The technology levies on school district ballots this winter are stark proof that the Legislature has failed its constitutional duty to fully fund basic education.
The 21st century is saturated with electronic technology — yet school districts must beg local voters every few years to help upgrade their computers, software and Internet infrastructure. Technology today is part of basic education, but the state treats it as a luxury.
Eight Pierce County districts — Tacoma, Puyallup, University Place, Sumner, Bethel, Franklin Pierce, Dieringer and White River — have technology levies on the February ballots. All are designated “Proposition 2.”
A few high points:
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• In addition to classroom technology, University Place’s four-year, $2.6 million levy would pay for greater student security — video surveillance, cameras in all schools and buses, intercom and phone systems.
• Puyallup’s levy — $46 million over six years — is a broad measure that would repair and maintain buildings in addition to improving technology. The price looks high because this is a large and fast-growing school district. For an owner of a $250,000 home, the actual first-year cost would be about $13.30 a month.
One example of the need: 500 student computers are at least 8 years old. Antiques.
• As in other districts, Sumner’s $11 million, four-year levy aims to give all students full-time access to computers, including cheap but up-to-date tablets and Chrome books. Teachers now must roll computers around the school on wheels to provide students with temporary computer labs.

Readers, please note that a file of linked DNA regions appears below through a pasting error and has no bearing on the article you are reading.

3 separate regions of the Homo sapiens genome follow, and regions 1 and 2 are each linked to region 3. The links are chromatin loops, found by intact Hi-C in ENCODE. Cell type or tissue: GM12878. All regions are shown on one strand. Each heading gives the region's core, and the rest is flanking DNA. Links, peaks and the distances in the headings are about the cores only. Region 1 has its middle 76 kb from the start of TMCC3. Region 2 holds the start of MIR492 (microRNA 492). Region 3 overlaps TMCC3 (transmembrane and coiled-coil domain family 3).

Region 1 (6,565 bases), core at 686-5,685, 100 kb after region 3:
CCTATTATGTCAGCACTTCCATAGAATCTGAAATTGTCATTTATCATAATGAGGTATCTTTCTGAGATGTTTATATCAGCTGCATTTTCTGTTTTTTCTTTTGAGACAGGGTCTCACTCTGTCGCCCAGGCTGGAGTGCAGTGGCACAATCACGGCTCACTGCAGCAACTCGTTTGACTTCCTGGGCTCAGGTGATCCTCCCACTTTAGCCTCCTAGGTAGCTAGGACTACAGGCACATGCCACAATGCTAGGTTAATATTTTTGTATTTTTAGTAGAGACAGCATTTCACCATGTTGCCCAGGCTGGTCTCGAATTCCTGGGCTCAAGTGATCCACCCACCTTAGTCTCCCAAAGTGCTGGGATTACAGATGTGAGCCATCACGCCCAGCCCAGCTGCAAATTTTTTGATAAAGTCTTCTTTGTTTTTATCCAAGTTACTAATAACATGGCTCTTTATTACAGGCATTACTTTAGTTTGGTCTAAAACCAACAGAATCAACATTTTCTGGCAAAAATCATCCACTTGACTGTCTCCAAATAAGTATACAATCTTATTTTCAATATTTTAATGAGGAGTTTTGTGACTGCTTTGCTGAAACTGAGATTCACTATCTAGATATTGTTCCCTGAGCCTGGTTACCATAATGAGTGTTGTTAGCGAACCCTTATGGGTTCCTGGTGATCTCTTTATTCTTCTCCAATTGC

• Franklin Pierce’s four-year, $5.86 million levy would — among other things — let the district keep up on software licenses, training, student access and replacement of obsolete machines.
• Like other districts, Bethel is moving to thoroughly integrate its curriculum with technology. It has “blended learning” projects going at three schools. Its four-year, $18 million levy would expand computer use and accelerate the use of digital devices in the classroom.
• Tacoma’s replacement levy — $40 million over four years — is similar to those in other districts. It would, for example, give students round-the-clock access to computers and much faster Internet and wireless speeds.
Educators and students need what these levies would buy. Schools that aren’t equipped with up-to-date digital technology cannot prepare young people for 21st-century jobs and careers. All these measures deserve passage.